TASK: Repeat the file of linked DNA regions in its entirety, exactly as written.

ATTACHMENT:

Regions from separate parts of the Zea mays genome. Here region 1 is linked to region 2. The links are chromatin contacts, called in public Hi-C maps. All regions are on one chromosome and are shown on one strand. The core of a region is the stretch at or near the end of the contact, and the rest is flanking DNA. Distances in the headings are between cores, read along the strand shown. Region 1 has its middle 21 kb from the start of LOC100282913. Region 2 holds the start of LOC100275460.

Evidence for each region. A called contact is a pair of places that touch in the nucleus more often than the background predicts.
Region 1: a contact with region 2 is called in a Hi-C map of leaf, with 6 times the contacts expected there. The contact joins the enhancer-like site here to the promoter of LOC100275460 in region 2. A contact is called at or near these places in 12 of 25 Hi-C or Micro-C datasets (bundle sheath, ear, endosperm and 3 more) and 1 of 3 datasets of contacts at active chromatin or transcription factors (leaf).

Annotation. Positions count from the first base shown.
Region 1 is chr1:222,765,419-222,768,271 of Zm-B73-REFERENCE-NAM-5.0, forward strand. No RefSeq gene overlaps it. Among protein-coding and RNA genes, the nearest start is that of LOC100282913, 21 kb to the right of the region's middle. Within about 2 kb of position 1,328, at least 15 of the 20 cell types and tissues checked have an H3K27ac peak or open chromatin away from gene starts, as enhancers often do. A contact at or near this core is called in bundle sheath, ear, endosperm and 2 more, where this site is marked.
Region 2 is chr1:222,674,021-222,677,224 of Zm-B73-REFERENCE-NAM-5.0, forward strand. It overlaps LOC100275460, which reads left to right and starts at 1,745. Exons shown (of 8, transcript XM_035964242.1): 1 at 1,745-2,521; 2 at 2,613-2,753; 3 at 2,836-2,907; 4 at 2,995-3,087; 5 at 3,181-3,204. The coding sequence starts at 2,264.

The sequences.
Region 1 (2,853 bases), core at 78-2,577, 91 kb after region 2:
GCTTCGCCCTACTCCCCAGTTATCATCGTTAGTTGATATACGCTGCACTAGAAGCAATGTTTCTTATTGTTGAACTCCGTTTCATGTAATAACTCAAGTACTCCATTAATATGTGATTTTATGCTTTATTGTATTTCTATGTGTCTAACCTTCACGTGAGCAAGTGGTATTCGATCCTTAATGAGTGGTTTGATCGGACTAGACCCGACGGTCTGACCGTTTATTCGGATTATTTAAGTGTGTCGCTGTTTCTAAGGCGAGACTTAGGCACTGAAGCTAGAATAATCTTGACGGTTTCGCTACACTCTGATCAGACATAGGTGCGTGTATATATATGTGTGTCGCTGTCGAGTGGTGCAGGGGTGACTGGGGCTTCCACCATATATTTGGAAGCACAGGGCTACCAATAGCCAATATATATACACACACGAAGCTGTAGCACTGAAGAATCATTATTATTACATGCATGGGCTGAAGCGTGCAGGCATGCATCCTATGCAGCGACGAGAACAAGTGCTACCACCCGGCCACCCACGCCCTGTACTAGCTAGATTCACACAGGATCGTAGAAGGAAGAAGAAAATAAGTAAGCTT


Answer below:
Regions from separate parts of the Zea mays genome. Here region 1 is linked to region 2. The links are chromatin contacts, called in public Hi-C maps. All regions are on one chromosome and are shown on one strand. The core of a region is the stretch at or near the end of the contact, and the rest is flanking DNA. Distances in the headings are between cores, read along the strand shown. Region 1 has its middle 21 kb from the start of LOC100282913. Region 2 holds the start of LOC100275460.

Evidence for each region. A called contact is a pair of places that touch in the nucleus more often than the background predicts.
Region 1: a contact with region 2 is called in a Hi-C map of leaf, with 6 times the contacts expected there. The contact joins the enhancer-like site here to the promoter of LOC100275460 in region 2. A contact is called at or near these places in 12 of 25 Hi-C or Micro-C datasets (bundle sheath, ear, endosperm and 3 more) and 1 of 3 datasets of contacts at active chromatin or transcription factors (leaf).

Annotation. Positions count from the first base shown.
Region 1 is chr1:222,765,419-222,768,271 of Zm-B73-REFERENCE-NAM-5.0, forward strand. No RefSeq gene overlaps it. Among protein-coding and RNA genes, the nearest start is that of LOC100282913, 21 kb to the right of the region's middle. Within about 2 kb of position 1,328, at least 15 of the 20 cell types and tissues checked have an H3K27ac peak or open chromatin away from gene starts, as enhancers often do. A contact at or near this core is called in bundle sheath, ear, endosperm and 2 more, where this site is marked.
Region 2 is chr1:222,674,021-222,677,224 of Zm-B73-REFERENCE-NAM-5.0, forward strand. It overlaps LOC100275460, which reads left to right and starts at 1,745. Exons shown (of 8, transcript XM_035964242.1): 1 at 1,745-2,521; 2 at 2,613-2,753; 3 at 2,836-2,907; 4 at 2,995-3,087; 5 at 3,181-3,204. The coding sequence starts at 2,264.

The sequences.
Region 1 (2,853 bases), core at 78-2,577, 91 kb after region 2:
GCTTCGCCCTACTCCCCAGTTATCATCGTTAGTTGATATACGCTGCACTAGAAGCAATGTTTCTTATTGTTGAACTCCGTTTCATGTAATAACTCAAGTACTCCATTAATATGTGATTTTATGCTTTATTGTATTTCTATGTGTCTAACCTTCACGTGAGCAAGTGGTATTCGATCCTTAATGAGTGGTTTGATCGGACTAGACCCGACGGTCTGACCGTTTATTCGGATTATTTAAGTGTGTCGCTGTTTCTAAGGCGAGACTTAGGCACTGAAGCTAGAATAATCTTGACGGTTTCGCTACACTCTGATCAGACATAGGTGCGTGTATATATATGTGTGTCGCTGTCGAGTGGTGCAGGGGTGACTGGGGCTTCCACCATATATTTGGAAGCACAGGGCTACCAATAGCCAATATATATACACACACGAAGCTGTAGCACTGAAGAATCATTATTATTACATGCATGGGCTGAAGCGTGCAGGCATGCATCCTATGCAGCGACGAGAACAAGTGCTACCACCCGGCCACCCACGCCCTGTACTAGCTAGATTCACACAGGATCGTAGAAGGAAGAAGAAAATAAGTAAGCTT